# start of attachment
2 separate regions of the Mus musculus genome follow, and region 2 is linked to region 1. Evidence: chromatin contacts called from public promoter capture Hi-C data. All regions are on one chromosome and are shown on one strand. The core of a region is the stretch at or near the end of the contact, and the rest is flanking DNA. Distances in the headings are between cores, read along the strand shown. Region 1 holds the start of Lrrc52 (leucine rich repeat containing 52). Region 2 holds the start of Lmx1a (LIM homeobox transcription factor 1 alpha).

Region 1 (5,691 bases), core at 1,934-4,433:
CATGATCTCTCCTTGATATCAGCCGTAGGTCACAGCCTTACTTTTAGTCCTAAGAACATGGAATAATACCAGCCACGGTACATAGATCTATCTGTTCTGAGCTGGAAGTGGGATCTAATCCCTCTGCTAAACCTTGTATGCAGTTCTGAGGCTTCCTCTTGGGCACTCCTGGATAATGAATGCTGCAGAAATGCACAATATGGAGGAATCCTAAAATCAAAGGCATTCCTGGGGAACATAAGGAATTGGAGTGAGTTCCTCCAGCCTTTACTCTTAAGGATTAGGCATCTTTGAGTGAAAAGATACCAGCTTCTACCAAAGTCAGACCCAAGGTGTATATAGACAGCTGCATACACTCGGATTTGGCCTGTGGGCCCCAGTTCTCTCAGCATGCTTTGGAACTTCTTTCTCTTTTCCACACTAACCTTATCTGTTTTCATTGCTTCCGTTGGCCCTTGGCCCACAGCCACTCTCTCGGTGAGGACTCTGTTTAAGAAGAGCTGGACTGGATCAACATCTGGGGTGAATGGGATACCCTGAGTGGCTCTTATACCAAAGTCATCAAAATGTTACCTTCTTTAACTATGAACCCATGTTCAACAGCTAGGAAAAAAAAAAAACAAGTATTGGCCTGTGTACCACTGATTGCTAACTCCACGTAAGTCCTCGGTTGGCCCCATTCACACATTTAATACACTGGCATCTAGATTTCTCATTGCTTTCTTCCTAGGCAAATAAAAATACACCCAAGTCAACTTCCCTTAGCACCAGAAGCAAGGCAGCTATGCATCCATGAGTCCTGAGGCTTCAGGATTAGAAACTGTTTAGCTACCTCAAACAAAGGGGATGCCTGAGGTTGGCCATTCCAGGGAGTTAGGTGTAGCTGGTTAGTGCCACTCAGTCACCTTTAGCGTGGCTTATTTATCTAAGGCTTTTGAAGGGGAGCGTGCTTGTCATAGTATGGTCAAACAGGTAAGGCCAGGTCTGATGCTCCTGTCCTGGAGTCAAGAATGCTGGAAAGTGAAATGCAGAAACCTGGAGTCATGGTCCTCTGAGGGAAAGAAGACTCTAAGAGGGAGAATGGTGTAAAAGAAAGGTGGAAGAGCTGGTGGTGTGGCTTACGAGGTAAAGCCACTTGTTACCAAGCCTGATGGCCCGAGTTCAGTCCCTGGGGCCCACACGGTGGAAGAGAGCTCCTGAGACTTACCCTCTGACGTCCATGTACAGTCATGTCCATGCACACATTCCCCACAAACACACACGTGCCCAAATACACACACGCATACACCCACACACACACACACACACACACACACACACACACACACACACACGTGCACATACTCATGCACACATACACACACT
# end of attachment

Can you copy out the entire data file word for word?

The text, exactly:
2 separate regions of the Mus musculus genome follow, and region 2 is linked to region 1. Evidence: chromatin contacts called from public promoter capture Hi-C data. All regions are on one chromosome and are shown on one strand. The core of a region is the stretch at or near the end of the contact, and the rest is flanking DNA. Distances in the headings are between cores, read along the strand shown. Region 1 holds the start of Lrrc52 (leucine rich repeat containing 52). Region 2 holds the start of Lmx1a (LIM homeobox transcription factor 1 alpha).

Region 1 (5,691 bases), core at 1,934-4,433:
CATGATCTCTCCTTGATATCAGCCGTAGGTCACAGCCTTACTTTTAGTCCTAAGAACATGGAATAATACCAGCCACGGTACATAGATCTATCTGTTCTGAGCTGGAAGTGGGATCTAATCCCTCTGCTAAACCTTGTATGCAGTTCTGAGGCTTCCTCTTGGGCACTCCTGGATAATGAATGCTGCAGAAATGCACAATATGGAGGAATCCTAAAATCAAAGGCATTCCTGGGGAACATAAGGAATTGGAGTGAGTTCCTCCAGCCTTTACTCTTAAGGATTAGGCATCTTTGAGTGAAAAGATACCAGCTTCTACCAAAGTCAGACCCAAGGTGTATATAGACAGCTGCATACACTCGGATTTGGCCTGTGGGCCCCAGTTCTCTCAGCATGCTTTGGAACTTCTTTCTCTTTTCCACACTAACCTTATCTGTTTTCATTGCTTCCGTTGGCCCTTGGCCCACAGCCACTCTCTCGGTGAGGACTCTGTTTAAGAAGAGCTGGACTGGATCAACATCTGGGGTGAATGGGATACCCTGAGTGGCTCTTATACCAAAGTCATCAAAATGTTACCTTCTTTAACTATGAACCCATGTTCAACAGCTAGGAAAAAAAAAAAACAAGTATTGGCCTGTGTACCACTGATTGCTAACTCCACGTAAGTCCTCGGTTGGCCCCATTCACACATTTAATACACTGGCATCTAGATTTCTCATTGCTTTCTTCCTAGGCAAATAAAAATACACCCAAGTCAACTTCCCTTAGCACCAGAAGCAAGGCAGCTATGCATCCATGAGTCCTGAGGCTTCAGGATTAGAAACTGTTTAGCTACCTCAAACAAAGGGGATGCCTGAGGTTGGCCATTCCAGGGAGTTAGGTGTAGCTGGTTAGTGCCACTCAGTCACCTTTAGCGTGGCTTATTTATCTAAGGCTTTTGAAGGGGAGCGTGCTTGTCATAGTATGGTCAAACAGGTAAGGCCAGGTCTGATGCTCCTGTCCTGGAGTCAAGAATGCTGGAAAGTGAAATGCAGAAACCTGGAGTCATGGTCCTCTGAGGGAAAGAAGACTCTAAGAGGGAGAATGGTGTAAAAGAAAGGTGGAAGAGCTGGTGGTGTGGCTTACGAGGTAAAGCCACTTGTTACCAAGCCTGATGGCCCGAGTTCAGTCCCTGGGGCCCACACGGTGGAAGAGAGCTCCTGAGACTTACCCTCTGACGTCCATGTACAGTCATGTCCATGCACACATTCCCCACAAACACACACGTGCCCAAATACACACACGCATACACCCACACACACACACACACACACACACACACACACACACACACACACGTGCACATACTCATGCACACATACACACACT